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2433Re: John and the Synoptics

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  • keith_yoder
    Dec 9, 2009
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      Bruce- I don't know if this is the sort of connection you wanted for
      your list of distinctive synoptic precedents in John, but I would
      suggest considering this set of echos from the Lazarus story in Luke
      16:19-31 that can be heard in John's account of Jesus resurrecting
      another Lazarus in John 11--
      1. The name LAZAROS is used nowhere else in the synoptics except Luke
      16:19-31; as an aside the sisters Mary and Martha also appear only in
      Luke 10:38-42 and John 11:1-12:8.

      2. In both accounts Lazarus "died" (APOTHANEIN in Luke 16:22, APETHANEN
      in John 4:14)

      3. Both narratives recount a prayer-conversation with heaven in which
      the initiator "lifted-up his eyes" (Luke 16:23, John 11:41) and then
      began his petition with the word "Father" (PATHR - Luke 16:24, John
      11:41).

      4. Both petitions of the "father" involve asking for Lazarus to be
      raised or sent back from the dead (explicitly in Luke 16:27-31,
      implicitly in John 11:41-43).

      5. The request is denied in Luke 16 because the people "would not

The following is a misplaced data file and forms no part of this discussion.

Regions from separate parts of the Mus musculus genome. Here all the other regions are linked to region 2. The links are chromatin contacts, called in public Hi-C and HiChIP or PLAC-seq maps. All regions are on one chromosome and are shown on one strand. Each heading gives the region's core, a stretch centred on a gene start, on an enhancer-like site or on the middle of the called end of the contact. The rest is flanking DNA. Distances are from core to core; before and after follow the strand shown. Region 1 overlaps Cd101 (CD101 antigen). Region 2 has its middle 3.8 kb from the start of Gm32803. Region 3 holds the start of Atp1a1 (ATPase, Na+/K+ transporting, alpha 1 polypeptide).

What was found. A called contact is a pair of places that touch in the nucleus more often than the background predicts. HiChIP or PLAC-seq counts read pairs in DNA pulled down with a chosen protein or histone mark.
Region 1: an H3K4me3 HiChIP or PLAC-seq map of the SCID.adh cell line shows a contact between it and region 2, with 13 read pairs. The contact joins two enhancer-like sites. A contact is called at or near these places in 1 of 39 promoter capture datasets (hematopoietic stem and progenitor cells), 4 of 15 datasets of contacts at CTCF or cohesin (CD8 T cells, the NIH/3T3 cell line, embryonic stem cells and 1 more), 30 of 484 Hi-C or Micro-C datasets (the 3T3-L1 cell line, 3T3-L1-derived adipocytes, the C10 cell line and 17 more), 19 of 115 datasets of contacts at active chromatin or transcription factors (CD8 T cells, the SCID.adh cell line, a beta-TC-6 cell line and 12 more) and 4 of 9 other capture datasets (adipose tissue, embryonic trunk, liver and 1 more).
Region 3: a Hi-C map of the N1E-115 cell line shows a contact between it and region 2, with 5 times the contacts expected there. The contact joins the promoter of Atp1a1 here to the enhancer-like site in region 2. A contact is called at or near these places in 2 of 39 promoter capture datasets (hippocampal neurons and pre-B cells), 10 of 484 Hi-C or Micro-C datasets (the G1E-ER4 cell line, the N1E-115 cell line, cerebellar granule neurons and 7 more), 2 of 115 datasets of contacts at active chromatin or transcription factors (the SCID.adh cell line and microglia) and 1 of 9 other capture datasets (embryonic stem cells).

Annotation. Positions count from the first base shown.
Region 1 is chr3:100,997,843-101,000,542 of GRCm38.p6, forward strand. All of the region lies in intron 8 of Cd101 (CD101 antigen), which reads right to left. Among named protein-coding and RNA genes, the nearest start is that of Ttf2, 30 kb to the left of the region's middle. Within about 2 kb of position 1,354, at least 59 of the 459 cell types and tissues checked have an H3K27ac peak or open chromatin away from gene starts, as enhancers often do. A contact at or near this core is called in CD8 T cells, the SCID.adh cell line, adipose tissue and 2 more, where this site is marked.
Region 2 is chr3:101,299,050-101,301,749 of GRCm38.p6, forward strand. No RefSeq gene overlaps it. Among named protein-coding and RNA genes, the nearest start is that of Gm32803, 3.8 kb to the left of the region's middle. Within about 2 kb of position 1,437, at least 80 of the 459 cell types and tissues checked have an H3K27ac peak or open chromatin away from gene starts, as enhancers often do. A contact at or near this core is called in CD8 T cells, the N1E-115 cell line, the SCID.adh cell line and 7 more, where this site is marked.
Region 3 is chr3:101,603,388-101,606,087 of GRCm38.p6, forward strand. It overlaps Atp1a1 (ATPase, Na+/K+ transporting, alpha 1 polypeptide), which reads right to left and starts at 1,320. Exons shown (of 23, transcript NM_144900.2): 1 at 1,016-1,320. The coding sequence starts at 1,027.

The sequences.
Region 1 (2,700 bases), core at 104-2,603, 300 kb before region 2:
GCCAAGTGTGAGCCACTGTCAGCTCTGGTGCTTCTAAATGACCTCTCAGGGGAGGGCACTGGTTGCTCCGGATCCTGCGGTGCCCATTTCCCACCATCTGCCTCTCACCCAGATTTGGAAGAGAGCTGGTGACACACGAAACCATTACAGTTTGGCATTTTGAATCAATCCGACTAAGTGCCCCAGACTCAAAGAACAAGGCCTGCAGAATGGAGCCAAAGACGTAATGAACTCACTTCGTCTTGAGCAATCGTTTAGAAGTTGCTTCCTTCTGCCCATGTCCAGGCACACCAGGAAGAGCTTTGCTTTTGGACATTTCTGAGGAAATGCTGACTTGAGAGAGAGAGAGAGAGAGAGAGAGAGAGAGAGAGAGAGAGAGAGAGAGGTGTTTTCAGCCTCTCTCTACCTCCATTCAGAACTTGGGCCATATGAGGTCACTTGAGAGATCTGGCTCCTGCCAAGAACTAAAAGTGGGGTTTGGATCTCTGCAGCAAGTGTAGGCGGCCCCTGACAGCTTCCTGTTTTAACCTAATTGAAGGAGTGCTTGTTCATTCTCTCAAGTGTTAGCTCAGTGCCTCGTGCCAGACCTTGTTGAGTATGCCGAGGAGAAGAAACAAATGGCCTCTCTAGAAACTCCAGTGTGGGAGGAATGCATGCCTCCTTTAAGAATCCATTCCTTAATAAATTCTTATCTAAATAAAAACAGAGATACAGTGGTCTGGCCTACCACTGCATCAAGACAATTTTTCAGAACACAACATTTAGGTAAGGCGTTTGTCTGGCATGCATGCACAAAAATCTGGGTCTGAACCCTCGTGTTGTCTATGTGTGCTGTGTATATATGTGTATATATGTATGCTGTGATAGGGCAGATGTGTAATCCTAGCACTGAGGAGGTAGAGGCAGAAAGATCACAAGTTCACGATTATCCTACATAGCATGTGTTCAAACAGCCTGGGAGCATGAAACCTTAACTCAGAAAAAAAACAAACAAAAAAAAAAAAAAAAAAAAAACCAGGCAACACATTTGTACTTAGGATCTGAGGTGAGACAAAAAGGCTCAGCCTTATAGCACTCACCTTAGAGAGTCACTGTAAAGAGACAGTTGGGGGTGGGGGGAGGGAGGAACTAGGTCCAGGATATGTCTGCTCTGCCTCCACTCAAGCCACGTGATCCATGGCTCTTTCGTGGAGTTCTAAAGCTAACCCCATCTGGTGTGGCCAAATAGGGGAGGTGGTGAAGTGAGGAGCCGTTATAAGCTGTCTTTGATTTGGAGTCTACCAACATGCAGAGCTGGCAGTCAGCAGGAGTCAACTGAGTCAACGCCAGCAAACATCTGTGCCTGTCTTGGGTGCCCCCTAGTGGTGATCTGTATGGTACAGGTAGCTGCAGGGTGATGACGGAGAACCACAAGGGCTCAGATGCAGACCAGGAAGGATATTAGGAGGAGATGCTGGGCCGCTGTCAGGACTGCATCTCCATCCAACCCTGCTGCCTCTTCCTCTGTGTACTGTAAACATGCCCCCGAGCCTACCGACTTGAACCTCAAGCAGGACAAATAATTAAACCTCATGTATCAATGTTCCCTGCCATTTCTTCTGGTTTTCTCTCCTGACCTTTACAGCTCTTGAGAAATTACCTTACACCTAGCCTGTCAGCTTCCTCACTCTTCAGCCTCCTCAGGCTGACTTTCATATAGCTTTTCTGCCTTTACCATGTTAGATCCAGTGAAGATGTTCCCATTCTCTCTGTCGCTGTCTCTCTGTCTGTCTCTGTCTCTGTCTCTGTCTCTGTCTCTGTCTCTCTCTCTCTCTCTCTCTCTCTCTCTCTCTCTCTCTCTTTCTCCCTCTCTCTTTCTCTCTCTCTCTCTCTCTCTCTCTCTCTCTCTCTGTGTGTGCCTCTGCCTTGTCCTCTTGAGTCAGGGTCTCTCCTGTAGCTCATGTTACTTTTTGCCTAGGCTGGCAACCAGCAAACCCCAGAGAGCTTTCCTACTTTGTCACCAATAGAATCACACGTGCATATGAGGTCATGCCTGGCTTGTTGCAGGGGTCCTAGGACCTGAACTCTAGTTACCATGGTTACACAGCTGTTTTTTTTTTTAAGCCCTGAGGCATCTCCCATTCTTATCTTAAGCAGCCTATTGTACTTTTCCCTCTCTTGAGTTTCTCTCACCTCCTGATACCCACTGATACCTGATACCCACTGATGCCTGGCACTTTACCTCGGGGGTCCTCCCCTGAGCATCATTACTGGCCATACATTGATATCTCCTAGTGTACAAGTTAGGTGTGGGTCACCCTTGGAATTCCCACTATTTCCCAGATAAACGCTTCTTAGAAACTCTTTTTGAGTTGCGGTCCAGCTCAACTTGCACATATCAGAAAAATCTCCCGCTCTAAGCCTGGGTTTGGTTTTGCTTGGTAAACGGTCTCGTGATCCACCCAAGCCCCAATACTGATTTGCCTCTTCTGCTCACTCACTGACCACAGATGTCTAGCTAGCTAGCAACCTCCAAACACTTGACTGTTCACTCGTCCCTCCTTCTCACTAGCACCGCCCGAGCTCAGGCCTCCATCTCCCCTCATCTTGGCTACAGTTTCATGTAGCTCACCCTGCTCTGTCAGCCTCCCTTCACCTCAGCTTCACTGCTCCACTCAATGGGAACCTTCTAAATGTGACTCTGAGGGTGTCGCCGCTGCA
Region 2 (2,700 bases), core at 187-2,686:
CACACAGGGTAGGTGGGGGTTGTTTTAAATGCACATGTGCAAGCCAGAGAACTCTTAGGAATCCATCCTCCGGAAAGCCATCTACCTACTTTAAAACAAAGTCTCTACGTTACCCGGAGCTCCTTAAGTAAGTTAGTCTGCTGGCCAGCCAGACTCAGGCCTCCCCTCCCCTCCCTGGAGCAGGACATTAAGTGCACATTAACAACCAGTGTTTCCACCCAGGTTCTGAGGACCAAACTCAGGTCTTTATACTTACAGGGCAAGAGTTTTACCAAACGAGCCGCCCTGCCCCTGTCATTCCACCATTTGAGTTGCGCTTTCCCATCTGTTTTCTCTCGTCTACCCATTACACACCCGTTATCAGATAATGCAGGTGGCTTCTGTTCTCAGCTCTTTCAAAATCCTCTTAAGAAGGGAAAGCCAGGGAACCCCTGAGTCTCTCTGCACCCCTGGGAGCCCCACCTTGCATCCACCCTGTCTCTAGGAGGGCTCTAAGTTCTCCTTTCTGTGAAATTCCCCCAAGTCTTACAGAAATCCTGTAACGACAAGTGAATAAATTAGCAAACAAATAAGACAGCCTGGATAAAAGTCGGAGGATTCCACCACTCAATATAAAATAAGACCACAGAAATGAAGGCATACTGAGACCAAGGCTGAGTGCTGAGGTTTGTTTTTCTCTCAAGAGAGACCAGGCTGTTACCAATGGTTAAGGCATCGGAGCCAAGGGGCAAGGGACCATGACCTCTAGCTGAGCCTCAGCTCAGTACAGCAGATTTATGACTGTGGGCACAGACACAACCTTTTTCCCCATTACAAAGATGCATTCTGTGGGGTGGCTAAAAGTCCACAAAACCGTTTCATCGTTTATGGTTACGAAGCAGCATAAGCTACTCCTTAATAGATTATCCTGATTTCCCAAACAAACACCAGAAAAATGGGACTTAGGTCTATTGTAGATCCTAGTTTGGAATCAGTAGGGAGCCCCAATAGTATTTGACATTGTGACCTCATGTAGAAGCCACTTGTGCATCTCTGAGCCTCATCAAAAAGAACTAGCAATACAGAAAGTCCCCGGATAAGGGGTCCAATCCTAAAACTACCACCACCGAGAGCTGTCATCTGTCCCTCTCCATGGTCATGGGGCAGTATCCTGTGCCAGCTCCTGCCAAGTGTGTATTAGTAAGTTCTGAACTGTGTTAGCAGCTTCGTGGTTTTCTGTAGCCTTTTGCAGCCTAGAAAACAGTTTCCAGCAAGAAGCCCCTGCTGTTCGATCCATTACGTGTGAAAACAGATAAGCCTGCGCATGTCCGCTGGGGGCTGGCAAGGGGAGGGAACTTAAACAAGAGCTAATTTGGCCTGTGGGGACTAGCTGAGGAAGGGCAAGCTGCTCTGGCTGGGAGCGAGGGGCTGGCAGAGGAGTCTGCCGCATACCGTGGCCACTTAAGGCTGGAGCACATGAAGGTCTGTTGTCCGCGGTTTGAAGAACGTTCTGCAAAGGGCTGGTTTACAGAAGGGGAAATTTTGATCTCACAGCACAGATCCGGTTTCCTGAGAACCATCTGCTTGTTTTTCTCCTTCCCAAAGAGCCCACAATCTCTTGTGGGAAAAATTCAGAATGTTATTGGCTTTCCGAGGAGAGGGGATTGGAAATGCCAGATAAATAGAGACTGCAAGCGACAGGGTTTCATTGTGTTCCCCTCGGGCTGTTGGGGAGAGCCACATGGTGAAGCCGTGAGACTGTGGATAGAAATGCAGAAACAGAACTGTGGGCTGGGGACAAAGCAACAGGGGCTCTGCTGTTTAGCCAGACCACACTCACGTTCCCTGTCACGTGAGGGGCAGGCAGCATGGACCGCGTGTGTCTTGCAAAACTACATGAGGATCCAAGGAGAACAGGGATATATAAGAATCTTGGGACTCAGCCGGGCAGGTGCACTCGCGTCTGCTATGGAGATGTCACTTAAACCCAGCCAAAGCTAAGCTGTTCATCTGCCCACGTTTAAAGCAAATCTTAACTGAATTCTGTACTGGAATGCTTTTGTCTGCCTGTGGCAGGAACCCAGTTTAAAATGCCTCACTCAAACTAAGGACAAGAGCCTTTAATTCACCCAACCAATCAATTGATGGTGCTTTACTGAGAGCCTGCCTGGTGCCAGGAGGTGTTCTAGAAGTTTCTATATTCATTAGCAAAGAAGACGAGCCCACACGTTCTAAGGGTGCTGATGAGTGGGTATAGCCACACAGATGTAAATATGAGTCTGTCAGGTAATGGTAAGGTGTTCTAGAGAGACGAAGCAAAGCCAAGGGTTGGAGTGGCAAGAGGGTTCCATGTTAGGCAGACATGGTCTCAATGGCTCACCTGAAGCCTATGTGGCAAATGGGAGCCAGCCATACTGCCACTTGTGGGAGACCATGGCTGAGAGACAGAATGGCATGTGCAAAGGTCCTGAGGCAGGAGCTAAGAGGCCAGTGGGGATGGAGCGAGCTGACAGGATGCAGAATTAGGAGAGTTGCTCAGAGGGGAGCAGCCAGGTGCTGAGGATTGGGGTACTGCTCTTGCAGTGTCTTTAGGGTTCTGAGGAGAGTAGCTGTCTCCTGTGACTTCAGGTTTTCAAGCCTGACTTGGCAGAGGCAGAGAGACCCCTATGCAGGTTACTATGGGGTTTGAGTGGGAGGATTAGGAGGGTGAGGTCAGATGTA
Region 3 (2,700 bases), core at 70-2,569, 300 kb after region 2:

believe" (OUD'...PEISTHHSONTAI - Luke 16:31) even someone who came back
      from the dead -- but the request is granted in John 11 with the result
      that "many of the Jews...believed in him" (EPISTEUSAN EIS AUTON).
      6. A final parallel from Luke 16 to an earlier passage in John compares
      the reaction of people to Moses to their reaction to someone "from the
      dead" (Luke 16:29-31) or to Jesus (John 5:46-47) -- if the audience does
      not believe Moses neither will they believe Lazarus/Jesus. One other
      simpler precedent is the verb "take-over" (PARALAMBANW) from Matthew
      27:26-27 to be found in John 19:16-
      Matt 27:26-27 -- but Jesus he scourged and gave-over (PAREDWKEN) to be
      crucified (hINA STAURWQH). Then the governor's soldiers took-over
      (PARALABONTES) Jesus...

      John 19:16 -- Then he gave-over (PAREDWKEN) him to them to be crucified
      (hINA STAURWQH); so they took-over (PARELABON) Jesus
      Mark 15:15-16 also has the first two of these three verbal expressions
      (PAREDWKEN and hINA STAURWQH), but the third array element "take-over"
      (from PARALAMBANW) is distinctive to Matthew. I've suggested
      elsewhere that in John 19:16 and context the author subtly leads the
      reader to infer that Jesus was crucified by "the Jews", rather than by
      the soldiers as explicitly stated in Mark and Matthew. I argued in
      http://groups.yahoo.com/group/johannine_literature/message/5582
      <http://groups.yahoo.com/group/johannine_literature/message/5582> that
      the author used a rhetorical strategy here similar to what you suggest
      in your "Coy John" posting in regard to the identity of the beloved
      disciple.
      Keith Yoder



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